In Design for Digital Fabrication, we are creating orthographic drawings of objects that already exist with Rhino ("Reverse Engineering an Object"). I chose to draw a necklace from my silver structure series. I like this for two reasons - (1) ultimately, if I wanted to mass produce this piece, creating an orthographic drawing would be one of the first steps in getting the design manufactured - and (2) having a digital version of the necklace will allow me to experiment with the individual components in so many ways - textures, color, form, etc... and start to combine the components in new ways. So, in keeping with my desire to constantly learn new - I've also begun experimenting with the necklace components in Rhino Gold. Rhino Gold is specifically made for jewelry designers and has so many really great functions for composing designs (kid in a candy store), like the chain command.
From one single component or element, you can use the chain command to essentially "array" that object on a designated curve of any shape - open or closed, however many you want, and at whatever angle you'd like. You can see above, I've used the chain command to array the orange diamond shape on the oval. I also drew a control point curve that was open at each end (right - blue & orange), which I did two separate chain commands for each separate component. The results are OK. You can see that with a component of this size, it is are to take sharp angles - but overall the rendered designs, while completely inaccurate in function - are relatively believable mock-ups that could function as quick sketches with ease.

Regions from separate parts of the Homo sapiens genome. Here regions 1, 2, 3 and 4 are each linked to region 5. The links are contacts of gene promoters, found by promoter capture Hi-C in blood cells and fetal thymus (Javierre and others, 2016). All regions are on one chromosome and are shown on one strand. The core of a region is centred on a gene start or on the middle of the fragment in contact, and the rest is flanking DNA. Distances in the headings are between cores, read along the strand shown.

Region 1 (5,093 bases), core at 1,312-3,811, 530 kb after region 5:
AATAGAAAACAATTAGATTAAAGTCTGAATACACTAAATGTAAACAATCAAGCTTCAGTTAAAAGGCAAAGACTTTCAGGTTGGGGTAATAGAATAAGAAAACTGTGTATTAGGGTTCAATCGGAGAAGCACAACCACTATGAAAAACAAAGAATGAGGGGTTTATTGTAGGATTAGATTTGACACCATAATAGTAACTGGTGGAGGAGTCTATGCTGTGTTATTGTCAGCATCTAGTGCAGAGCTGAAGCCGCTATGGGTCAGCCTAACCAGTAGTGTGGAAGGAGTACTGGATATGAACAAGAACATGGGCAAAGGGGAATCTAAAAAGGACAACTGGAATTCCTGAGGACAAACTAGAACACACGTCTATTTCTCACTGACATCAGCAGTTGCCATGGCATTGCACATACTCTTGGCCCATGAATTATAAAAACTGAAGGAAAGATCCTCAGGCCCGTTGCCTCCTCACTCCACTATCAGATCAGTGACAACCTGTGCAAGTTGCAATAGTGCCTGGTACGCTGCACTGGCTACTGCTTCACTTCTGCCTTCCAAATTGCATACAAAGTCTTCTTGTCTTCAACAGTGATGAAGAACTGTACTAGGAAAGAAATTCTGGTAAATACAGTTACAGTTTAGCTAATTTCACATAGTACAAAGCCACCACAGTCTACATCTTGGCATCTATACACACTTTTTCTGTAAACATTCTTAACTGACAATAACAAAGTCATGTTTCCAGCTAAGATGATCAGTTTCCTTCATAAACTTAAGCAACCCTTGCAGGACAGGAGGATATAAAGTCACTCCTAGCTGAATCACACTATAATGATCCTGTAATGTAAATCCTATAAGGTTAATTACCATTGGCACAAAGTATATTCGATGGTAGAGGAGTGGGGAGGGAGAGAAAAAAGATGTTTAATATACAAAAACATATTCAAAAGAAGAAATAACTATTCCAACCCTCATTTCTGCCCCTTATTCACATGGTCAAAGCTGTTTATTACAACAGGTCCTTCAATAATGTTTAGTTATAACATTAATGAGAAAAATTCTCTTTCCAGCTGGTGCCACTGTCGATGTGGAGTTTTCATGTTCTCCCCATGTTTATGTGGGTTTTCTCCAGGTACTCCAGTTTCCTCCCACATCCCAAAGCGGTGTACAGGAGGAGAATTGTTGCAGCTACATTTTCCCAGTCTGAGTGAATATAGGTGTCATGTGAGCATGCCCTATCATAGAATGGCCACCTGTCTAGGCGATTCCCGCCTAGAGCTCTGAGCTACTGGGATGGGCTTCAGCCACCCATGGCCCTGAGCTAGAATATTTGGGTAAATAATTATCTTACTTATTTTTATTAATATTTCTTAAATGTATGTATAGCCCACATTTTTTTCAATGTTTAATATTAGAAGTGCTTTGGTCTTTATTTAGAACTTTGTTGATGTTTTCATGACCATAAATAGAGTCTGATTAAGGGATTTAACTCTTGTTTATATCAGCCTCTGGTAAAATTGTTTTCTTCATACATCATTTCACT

The dynamic array coupled with slight gumball adjustments - yielded precise interlocking results, and it only really took about an hour to figure out, once I found my rhythm. I can definitely see this coming in handy when I am in need of the perfect model. Now, I just need to figure out how to make the chain move digitally like the chain moves in real life. Small task, I'm sure.